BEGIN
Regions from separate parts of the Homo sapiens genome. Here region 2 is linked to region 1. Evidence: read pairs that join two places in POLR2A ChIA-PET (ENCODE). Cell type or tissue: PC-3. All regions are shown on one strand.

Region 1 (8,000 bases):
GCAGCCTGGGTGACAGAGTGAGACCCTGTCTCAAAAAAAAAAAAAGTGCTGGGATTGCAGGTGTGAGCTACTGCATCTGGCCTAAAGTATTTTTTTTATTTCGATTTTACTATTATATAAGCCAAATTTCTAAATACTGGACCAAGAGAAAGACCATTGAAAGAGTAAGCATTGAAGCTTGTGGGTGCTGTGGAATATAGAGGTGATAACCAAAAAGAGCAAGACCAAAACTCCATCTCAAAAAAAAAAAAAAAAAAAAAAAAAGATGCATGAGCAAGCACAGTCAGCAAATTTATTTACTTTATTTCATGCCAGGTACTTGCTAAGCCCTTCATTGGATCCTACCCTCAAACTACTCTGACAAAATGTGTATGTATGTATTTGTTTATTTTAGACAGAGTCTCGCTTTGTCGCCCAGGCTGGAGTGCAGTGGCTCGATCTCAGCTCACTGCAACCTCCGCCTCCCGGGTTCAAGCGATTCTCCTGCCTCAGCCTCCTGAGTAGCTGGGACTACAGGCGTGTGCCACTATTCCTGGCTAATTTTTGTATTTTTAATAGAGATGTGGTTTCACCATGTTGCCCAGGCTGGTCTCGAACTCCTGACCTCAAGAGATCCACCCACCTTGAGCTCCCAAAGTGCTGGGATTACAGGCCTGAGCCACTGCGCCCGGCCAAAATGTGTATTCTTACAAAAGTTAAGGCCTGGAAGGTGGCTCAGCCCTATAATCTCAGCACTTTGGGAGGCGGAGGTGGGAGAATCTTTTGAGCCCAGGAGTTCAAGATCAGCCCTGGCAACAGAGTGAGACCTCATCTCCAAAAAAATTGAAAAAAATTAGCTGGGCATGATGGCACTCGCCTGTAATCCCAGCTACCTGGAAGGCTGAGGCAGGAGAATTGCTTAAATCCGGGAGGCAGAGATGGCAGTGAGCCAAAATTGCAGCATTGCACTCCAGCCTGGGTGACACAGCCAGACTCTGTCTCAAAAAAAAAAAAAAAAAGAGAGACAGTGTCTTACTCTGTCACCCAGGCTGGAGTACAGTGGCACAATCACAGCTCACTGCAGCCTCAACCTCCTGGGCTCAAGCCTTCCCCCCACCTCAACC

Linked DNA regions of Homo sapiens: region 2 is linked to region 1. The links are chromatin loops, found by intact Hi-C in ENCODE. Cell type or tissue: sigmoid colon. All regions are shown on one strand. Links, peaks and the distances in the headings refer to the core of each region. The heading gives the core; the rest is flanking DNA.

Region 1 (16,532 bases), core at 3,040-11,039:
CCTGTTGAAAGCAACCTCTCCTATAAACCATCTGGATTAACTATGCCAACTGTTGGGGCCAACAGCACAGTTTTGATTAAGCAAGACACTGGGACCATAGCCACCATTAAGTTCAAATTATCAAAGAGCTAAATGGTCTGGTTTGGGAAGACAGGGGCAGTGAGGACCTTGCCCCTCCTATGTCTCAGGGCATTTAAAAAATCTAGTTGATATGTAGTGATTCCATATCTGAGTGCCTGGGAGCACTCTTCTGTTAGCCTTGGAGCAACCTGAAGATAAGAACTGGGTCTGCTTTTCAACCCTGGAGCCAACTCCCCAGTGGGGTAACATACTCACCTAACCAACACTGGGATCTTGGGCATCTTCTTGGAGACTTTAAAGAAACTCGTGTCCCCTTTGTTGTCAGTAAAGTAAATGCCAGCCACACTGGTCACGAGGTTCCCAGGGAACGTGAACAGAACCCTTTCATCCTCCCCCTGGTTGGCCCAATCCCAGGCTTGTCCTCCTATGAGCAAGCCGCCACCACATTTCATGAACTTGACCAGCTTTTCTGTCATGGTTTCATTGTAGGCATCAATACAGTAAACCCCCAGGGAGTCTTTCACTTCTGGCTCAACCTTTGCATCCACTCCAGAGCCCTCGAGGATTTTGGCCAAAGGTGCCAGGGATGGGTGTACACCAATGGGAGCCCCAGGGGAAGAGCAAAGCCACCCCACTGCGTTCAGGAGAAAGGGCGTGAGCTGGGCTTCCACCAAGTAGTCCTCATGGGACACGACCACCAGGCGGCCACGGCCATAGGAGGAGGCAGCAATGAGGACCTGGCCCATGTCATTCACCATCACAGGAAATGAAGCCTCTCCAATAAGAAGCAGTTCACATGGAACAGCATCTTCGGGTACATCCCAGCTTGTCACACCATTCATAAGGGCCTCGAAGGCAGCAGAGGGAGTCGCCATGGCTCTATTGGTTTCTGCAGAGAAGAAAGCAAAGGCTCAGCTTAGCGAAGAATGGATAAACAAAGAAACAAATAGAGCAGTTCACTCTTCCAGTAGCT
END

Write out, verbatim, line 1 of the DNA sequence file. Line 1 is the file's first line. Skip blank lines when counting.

Regions from separate parts of the Homo sapiens genome. Here region 2 is linked to region 1. Evidence: read pairs that join two places in POLR2A ChIA-PET (ENCODE). Cell type or tissue: PC-3. All regions are shown on one strand.